Bilateral Evaluation and Dispute Resolution

To ensure effective implementation of the Agreement, the two parties agree to form “Bilateral Evaluation and Dispute Resolution Arrangement”, so as to regularly discuss the status of the implementation, to resolve issues during the implementation, and set up the future work scheme of the parties.

Likely impacts on trade and investment

As a milestone document in the China-U.S. trade dispute from 2017, the Agreement has a profound influence on the trade development of both China and the U.S. With respect to the stipulations in the Agreement, our preliminary opinions are as follows:

Part of the commitments from China in the Agreement are consistent with the progress of legislative reform in China.

At first sight, China made multiple commitments to the reform of domestic policies in the Agreement. Whereas in fact, the reform has been scheduled, and even reflected in the drafts of law, from the perspective of the legislative process in China.

For example, the Foreign Investment Law of the People’s Republic of China enacted this year specifies that administrative authorities and officers are not allowed to force technology transfer by administrative means. In the field of intellectual property that is concerned by the U.S., the E-Commerce Law enacted last year provisions that e-commerce operators shall establish rules of intellectual property protection. And in the draft of the new Patent Law, not only does it increase the compensation on patent infringement, it has specific provisions on medicine patent, i.e., for the patent for invention of innovative medicines applied for simultaneous marketing in China and overseas, their term for patent right may be extended. Thus, the commitments will not significantly impact the progress of legislative reform in China.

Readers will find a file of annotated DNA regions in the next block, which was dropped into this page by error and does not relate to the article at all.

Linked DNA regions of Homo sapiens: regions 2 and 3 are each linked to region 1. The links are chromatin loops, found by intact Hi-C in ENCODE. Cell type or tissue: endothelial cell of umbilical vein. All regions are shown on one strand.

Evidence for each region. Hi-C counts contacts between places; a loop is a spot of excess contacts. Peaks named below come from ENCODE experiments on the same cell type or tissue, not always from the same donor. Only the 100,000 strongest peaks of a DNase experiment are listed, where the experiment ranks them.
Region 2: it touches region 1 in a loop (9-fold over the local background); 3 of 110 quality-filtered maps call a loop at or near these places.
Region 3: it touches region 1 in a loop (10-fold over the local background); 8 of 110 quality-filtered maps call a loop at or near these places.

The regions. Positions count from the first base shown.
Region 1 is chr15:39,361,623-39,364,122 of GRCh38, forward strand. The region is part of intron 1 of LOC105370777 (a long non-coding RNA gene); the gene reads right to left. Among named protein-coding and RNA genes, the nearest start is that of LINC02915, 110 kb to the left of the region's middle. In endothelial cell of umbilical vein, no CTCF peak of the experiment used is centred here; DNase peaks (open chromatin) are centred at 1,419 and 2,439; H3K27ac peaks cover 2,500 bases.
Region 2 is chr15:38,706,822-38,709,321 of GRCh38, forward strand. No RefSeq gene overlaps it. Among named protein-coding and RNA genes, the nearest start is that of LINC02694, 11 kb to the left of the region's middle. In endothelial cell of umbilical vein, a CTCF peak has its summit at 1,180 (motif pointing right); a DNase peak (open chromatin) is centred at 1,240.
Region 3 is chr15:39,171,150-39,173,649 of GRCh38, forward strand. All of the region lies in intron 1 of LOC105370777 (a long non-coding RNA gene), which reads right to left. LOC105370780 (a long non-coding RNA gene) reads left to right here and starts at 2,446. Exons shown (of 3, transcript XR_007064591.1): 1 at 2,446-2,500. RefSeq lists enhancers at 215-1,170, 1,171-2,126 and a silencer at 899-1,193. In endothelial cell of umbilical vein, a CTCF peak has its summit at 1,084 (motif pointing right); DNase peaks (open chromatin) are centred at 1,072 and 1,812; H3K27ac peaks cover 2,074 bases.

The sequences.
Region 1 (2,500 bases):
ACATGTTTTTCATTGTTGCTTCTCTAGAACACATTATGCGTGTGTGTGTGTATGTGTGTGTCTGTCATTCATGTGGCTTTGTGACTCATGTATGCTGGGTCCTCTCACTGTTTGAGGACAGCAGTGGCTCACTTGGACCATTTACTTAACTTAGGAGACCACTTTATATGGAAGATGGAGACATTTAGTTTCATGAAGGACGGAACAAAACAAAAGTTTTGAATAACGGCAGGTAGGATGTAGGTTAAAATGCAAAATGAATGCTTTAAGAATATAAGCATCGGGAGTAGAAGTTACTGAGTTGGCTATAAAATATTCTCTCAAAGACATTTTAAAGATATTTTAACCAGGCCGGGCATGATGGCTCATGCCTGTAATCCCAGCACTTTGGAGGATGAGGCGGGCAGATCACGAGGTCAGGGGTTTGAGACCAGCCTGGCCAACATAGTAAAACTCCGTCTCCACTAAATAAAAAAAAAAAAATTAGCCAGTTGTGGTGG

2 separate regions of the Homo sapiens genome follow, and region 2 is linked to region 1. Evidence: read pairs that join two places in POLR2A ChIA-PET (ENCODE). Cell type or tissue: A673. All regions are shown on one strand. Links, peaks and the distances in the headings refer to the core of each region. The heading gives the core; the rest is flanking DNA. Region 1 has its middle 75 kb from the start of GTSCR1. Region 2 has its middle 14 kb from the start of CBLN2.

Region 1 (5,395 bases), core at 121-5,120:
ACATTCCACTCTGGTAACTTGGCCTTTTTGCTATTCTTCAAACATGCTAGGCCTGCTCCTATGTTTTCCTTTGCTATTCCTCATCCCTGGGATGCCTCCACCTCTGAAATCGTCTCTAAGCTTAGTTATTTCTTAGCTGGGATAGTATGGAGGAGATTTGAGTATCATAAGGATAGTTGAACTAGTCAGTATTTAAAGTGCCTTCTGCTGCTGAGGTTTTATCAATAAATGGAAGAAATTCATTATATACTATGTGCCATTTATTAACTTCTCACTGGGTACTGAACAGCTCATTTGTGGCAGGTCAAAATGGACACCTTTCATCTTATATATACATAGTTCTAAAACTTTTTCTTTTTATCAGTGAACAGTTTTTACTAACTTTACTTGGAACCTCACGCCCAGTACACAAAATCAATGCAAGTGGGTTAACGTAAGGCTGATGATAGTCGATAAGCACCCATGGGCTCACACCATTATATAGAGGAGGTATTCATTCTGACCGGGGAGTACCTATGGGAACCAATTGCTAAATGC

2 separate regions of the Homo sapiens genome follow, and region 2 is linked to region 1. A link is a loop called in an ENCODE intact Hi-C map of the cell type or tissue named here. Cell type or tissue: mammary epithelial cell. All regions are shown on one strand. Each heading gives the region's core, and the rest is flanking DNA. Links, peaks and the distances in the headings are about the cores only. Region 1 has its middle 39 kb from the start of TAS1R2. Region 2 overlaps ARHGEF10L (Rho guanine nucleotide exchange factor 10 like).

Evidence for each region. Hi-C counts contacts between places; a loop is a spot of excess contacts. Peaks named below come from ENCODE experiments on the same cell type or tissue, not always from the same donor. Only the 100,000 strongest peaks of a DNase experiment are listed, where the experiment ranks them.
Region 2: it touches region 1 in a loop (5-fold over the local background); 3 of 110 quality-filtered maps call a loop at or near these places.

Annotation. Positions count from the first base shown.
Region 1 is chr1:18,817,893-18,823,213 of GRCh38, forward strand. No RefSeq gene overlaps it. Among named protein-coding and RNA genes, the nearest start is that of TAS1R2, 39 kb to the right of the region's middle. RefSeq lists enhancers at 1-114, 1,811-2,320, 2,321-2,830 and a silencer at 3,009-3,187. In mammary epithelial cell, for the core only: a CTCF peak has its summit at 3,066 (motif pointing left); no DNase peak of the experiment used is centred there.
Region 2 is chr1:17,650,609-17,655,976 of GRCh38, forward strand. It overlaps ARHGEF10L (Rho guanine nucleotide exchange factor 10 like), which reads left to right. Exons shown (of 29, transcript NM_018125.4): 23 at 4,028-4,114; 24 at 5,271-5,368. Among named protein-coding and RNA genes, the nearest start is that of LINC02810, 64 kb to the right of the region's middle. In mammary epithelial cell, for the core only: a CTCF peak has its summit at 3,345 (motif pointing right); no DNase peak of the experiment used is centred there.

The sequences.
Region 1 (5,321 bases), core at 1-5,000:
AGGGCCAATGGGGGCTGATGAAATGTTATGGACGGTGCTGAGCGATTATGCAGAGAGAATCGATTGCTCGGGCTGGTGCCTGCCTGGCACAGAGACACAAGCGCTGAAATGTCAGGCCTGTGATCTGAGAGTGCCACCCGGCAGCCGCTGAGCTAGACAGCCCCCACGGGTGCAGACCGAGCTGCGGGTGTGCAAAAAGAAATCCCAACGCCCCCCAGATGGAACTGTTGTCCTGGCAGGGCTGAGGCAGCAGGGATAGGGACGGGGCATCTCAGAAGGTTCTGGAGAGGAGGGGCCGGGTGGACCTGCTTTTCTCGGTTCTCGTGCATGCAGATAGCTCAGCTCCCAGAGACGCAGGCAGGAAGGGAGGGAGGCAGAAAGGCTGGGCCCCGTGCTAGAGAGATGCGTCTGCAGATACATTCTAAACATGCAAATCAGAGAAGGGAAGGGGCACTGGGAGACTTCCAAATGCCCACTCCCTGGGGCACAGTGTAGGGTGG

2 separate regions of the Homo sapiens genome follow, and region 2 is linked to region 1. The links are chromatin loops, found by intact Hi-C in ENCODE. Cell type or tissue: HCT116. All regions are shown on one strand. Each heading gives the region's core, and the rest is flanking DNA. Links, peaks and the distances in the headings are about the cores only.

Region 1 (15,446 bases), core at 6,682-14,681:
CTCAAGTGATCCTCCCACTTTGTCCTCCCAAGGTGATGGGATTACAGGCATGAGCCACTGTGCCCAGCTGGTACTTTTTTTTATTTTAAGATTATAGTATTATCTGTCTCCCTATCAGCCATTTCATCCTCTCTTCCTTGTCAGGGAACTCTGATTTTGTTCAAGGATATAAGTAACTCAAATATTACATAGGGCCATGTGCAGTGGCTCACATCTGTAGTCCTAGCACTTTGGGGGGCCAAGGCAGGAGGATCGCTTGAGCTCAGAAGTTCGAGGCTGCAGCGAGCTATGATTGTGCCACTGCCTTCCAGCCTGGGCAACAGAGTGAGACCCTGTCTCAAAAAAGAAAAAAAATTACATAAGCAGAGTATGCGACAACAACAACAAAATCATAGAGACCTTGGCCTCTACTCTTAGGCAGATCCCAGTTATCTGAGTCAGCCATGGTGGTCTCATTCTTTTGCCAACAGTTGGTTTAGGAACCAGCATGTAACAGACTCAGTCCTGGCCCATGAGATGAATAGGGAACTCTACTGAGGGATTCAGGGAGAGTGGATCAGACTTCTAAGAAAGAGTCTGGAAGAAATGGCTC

The “Expanding Trade” Chapter of the Agreement may directly influence specific supervision requirements and entry policies.

The “Expanding Trade” Chapter of the Agreement may directly influence inspection and quarantine, as well as customs supervision, particularly on agricultural products.

According to the Agreement, China may adjust the import criteria of specific agricultural products. For instance, China only allows import of live cattle from areas free of foot-and-mouth disease in Australia, New Zealand and Uruguay for now, while it is scheduled to import live cattle from the U.S. per the Agreement. And the current supervision criteria are very likely to be adjusted accordingly in dairy, beef and aquatic products. In addition, 23 categories of trade in goods and services are listed in the Agreement where China needs expansion in import, which makes it worthy of attention whether China Customs and other supervision authorities may adjust specific supervision methods to promote the development of trade in goods and services.

Chinese companies should be aware of the compliance risks in the Agreement.

According to the Agreement, China will strengthen the law enforcement in intellectual property and protection of trade secret, which means Chinese companies should pay closer attention to the compliance risks in these areas. And the Agreement specifies the combat against counterfeit medicines. In particular, the usual practice of the U.S. towards generic medicines may affect the compliance practice of their import into China, which should also be noted by stakeholders in the industry.

In general, as a temporary truce to the trade dispute in the past 22 months, the Agreement eases the tension between China and the U.S. to an extent, and directs mutual development and dispute resolution by negotiation. We will pay close attention to the follow-up policy updates and their influences in the two countries, and share our comments in time.